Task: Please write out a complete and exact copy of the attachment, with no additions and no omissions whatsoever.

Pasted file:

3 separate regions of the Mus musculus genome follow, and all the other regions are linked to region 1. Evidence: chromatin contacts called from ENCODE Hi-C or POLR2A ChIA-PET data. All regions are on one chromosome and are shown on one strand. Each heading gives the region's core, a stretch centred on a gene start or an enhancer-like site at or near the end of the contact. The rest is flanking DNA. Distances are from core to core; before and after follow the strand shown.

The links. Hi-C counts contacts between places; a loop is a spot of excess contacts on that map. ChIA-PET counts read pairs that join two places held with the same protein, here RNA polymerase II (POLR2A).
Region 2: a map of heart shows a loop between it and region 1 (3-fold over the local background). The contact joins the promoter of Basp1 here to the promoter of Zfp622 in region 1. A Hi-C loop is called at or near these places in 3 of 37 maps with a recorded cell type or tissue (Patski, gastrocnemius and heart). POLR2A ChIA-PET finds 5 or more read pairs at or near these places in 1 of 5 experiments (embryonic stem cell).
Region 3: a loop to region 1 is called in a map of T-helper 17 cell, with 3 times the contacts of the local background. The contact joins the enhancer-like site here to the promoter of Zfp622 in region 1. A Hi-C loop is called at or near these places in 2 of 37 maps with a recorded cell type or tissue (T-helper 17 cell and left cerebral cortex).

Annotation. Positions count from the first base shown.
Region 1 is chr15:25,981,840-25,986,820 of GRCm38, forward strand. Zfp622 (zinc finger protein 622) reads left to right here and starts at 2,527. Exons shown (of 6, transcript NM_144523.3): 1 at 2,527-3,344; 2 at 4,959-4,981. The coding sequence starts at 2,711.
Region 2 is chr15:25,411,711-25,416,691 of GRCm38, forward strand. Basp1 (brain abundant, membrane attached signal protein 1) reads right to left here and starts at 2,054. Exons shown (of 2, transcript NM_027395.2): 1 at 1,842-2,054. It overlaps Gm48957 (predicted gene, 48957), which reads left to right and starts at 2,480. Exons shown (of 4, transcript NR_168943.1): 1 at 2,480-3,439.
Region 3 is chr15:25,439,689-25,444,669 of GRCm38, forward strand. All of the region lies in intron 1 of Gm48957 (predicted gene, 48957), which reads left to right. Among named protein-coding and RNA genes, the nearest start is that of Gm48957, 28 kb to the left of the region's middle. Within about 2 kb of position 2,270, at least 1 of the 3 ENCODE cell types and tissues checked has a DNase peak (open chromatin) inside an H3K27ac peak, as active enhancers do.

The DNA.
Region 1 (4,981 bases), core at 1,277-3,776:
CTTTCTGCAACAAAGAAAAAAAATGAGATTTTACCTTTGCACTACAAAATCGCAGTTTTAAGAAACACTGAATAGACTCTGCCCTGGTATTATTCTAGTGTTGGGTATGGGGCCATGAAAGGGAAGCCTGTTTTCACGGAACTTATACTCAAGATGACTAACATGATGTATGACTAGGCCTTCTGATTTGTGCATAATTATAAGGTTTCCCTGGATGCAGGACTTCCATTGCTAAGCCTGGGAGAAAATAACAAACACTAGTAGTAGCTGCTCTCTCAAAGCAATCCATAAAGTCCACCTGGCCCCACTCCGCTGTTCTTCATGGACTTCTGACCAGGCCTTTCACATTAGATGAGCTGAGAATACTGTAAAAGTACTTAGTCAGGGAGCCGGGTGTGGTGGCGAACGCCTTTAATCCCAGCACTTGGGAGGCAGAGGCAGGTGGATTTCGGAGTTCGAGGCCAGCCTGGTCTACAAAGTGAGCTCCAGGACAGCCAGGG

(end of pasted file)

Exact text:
3 separate regions of the Mus musculus genome follow, and all the other regions are linked to region 1. Evidence: chromatin contacts called from ENCODE Hi-C or POLR2A ChIA-PET data. All regions are on one chromosome and are shown on one strand. Each heading gives the region's core, a stretch centred on a gene start or an enhancer-like site at or near the end of the contact. The rest is flanking DNA. Distances are from core to core; before and after follow the strand shown.

The links. Hi-C counts contacts between places; a loop is a spot of excess contacts on that map. ChIA-PET counts read pairs that join two places held with the same protein, here RNA polymerase II (POLR2A).
Region 2: a map of heart shows a loop between it and region 1 (3-fold over the local background). The contact joins the promoter of Basp1 here to the promoter of Zfp622 in region 1. A Hi-C loop is called at or near these places in 3 of 37 maps with a recorded cell type or tissue (Patski, gastrocnemius and heart). POLR2A ChIA-PET finds 5 or more read pairs at or near these places in 1 of 5 experiments (embryonic stem cell).
Region 3: a loop to region 1 is called in a map of T-helper 17 cell, with 3 times the contacts of the local background. The contact joins the enhancer-like site here to the promoter of Zfp622 in region 1. A Hi-C loop is called at or near these places in 2 of 37 maps with a recorded cell type or tissue (T-helper 17 cell and left cerebral cortex).

Annotation. Positions count from the first base shown.
Region 1 is chr15:25,981,840-25,986,820 of GRCm38, forward strand. Zfp622 (zinc finger protein 622) reads left to right here and starts at 2,527. Exons shown (of 6, transcript NM_144523.3): 1 at 2,527-3,344; 2 at 4,959-4,981. The coding sequence starts at 2,711.
Region 2 is chr15:25,411,711-25,416,691 of GRCm38, forward strand. Basp1 (brain abundant, membrane attached signal protein 1) reads right to left here and starts at 2,054. Exons shown (of 2, transcript NM_027395.2): 1 at 1,842-2,054. It overlaps Gm48957 (predicted gene, 48957), which reads left to right and starts at 2,480. Exons shown (of 4, transcript NR_168943.1): 1 at 2,480-3,439.
Region 3 is chr15:25,439,689-25,444,669 of GRCm38, forward strand. All of the region lies in intron 1 of Gm48957 (predicted gene, 48957), which reads left to right. Among named protein-coding and RNA genes, the nearest start is that of Gm48957, 28 kb to the left of the region's middle. Within about 2 kb of position 2,270, at least 1 of the 3 ENCODE cell types and tissues checked has a DNase peak (open chromatin) inside an H3K27ac peak, as active enhancers do.

The DNA.
Region 1 (4,981 bases), core at 1,277-3,776:
CTTTCTGCAACAAAGAAAAAAAATGAGATTTTACCTTTGCACTACAAAATCGCAGTTTTAAGAAACACTGAATAGACTCTGCCCTGGTATTATTCTAGTGTTGGGTATGGGGCCATGAAAGGGAAGCCTGTTTTCACGGAACTTATACTCAAGATGACTAACATGATGTATGACTAGGCCTTCTGATTTGTGCATAATTATAAGGTTTCCCTGGATGCAGGACTTCCATTGCTAAGCCTGGGAGAAAATAACAAACACTAGTAGTAGCTGCTCTCTCAAAGCAATCCATAAAGTCCACCTGGCCCCACTCCGCTGTTCTTCATGGACTTCTGACCAGGCCTTTCACATTAGATGAGCTGAGAATACTGTAAAAGTACTTAGTCAGGGAGCCGGGTGTGGTGGCGAACGCCTTTAATCCCAGCACTTGGGAGGCAGAGGCAGGTGGATTTCGGAGTTCGAGGCCAGCCTGGTCTACAAAGTGAGCTCCAGGACAGCCAGGG